European Spine Journal

, Volume 27, Issue 3, pp 670–677 | Cite as

Xipho-pubic angle (XPA) correlates with patient’s reported outcomes in a population of adult spinal deformity: results from a multi-center cohort study

  • Francesco Langella
  • Jorge Hugo Villafañe
  • Virginie Lafage
  • Justin S. Smith
  • Christopher Shaffrey
  • Han Jo Kim
  • Douglas Burton
  • Richard Hostin
  • Shay Bess
  • Christopher Ames
  • Gregory Mundis
  • Eric Klineberg
  • Frank Schwab
  • Renault Lafage
  • Pedro Berjano
Original Article


Study design

Retrospective multi-center cohort study.


Sagittal misalignment causes changes in the abdominal shape. Xipho-pubic angle (XPA) has been previously described to radiographically evaluate the shape of the abdominal cavity in patients with spine deformity. The aims of this study are to evaluate the correlation of XPA-to-spinopelvic sagittal parameters and to patients’ health-related quality-of-life (HRQoL) scores.


278 patients from a multi-center database with diagnosis adult spinal deformity (ASD) (one or more of: coronal Cobb angle > 20°, sagittal vertical axis (SVA) > 50 mm, pelvic tilt (PT) > 25°, and thoracic kyphosis > 60°) were included. Cut-off values for moderate and severe disability (ODI—Oswestry Disability Index—20 and 40%) were calculated. Pearson’s correlation was tested between XPA and spinopelvic parameters and between XPA and HRQoL scores.


The cut-off value of XPA to identify ODI severe disability (40/100) was identified with XPA smaller than 103°; minimal (20/100) disability was identified by XPA greater than 113°. XPA showed strong correlation to sagittal spinopelvic parameters—PT, SVA, lumbar lordosis (LL), pelvic incidence (PI) minus LL—and to HRQoL scores—ODI, SF-36 PCS and SRS-22 activity and pain. XPA was the parameter with the strongest correlation to HRQoL scores.


Xipho-pubic angle reflects changes in spinal changes and has strong correlation to HRQoL and spinopelvic parameters. It can discriminate between patients with minimal, moderate, and severe disability as measured by ODI scores.

Graphical Abstract

These slides can be retrieved under Electronic Supplementary Material.


Abdomen Health-related quality of life Outcomes Sagittal alignment Spinal deformity 


Compliance with ethical standards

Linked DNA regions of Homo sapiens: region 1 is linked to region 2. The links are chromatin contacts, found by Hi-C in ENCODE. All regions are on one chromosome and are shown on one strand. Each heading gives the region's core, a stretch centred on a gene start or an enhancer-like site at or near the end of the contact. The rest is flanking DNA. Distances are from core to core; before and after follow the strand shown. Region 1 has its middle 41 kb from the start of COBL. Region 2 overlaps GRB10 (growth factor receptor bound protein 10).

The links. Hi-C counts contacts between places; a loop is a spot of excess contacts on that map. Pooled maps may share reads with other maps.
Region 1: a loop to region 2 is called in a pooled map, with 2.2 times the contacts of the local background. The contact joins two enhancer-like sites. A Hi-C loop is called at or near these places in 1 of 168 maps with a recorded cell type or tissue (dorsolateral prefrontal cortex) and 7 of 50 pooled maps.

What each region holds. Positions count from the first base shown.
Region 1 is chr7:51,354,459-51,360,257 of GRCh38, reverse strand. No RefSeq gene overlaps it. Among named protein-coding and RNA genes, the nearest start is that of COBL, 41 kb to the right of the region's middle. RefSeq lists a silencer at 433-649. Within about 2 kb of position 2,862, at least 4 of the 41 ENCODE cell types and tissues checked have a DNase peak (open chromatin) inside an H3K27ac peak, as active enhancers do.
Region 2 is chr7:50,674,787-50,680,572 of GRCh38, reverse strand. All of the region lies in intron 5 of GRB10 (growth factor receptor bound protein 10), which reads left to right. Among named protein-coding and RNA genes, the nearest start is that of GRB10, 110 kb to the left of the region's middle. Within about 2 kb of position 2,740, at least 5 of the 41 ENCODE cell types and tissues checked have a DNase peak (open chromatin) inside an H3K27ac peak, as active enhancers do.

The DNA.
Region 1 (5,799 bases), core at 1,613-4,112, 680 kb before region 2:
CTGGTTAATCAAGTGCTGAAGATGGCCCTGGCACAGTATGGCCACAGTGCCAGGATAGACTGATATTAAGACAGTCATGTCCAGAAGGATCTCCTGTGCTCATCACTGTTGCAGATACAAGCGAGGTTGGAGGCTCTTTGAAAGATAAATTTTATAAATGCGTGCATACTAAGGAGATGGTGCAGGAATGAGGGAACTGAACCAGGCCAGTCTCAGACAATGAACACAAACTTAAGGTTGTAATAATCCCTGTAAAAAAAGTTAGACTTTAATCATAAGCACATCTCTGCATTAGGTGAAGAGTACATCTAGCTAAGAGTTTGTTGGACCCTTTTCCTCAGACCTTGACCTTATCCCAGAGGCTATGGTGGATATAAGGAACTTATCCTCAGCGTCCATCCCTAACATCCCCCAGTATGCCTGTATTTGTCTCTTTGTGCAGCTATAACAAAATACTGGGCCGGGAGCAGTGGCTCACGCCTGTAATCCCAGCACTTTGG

Conflict of interest

On behalf of all authors, the corresponding author states that there is no conflict of interest.

Supplementary material

586_2017_5460_MOESM1_ESM.pptx (657 kb)
Supplementary material 1 (PPTX 657 kb)


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Copyright information

© Springer-Verlag GmbH Germany, part of Springer Nature 2018

Authors and Affiliations

  • Francesco Langella
    • 1
  • Jorge Hugo Villafañe
    • 2
  • Virginie Lafage
    • 3
  • Justin S. Smith
    • 4
  • Christopher Shaffrey
    • 4
  • Han Jo Kim
    • 5
  • Douglas Burton
    • 6
  • Richard Hostin
    • 7
  • Shay Bess
    • 8
  • Christopher Ames
    • 9
  • Gregory Mundis
    • 10
  • Eric Klineberg
    • 11
  • Frank Schwab
    • 3
  • Renault Lafage
    • 5
  • Pedro Berjano
    • 1
  1. 1.IRCCS Istituto Ortopedico GaleazziMilanItaly
  2. 2.IRCCS Fondazione Don Carlo GnocchiMilanItaly
  3. 3.Department of Orthopaedic SurgeryNYU Hospital for Joint DiseasesNew YorkUSA
  4. 4.Department of NeurosurgeryUniversity of Virginia School of MedicineCharlottesvilleUSA
  5. 5.Department of Orthopedic SurgeryHospital for Special SurgeryNew YorkUSA
  6. 6.Department of Orthopedic Surgery, University of Kansas School of Medicine3901 Rainbow BoulevardKansas CityUSA
  7. 7.Baylor Scoliosis CenterPlanoUSA
  8. 8.Rocky Mountain Hospital for Children, Presbyterian/St Luke’s Medical CenterDenverUSA
  9. 9.Department of NeurosurgeryUniversity of California San FranciscoSan FranciscoUSA
  10. 10.San Diego Center for Spinal DisordersLa JollaUSA
  11. 11.Department of Orthopedic SurgeryUniversity of California DavisSacramentoUSA

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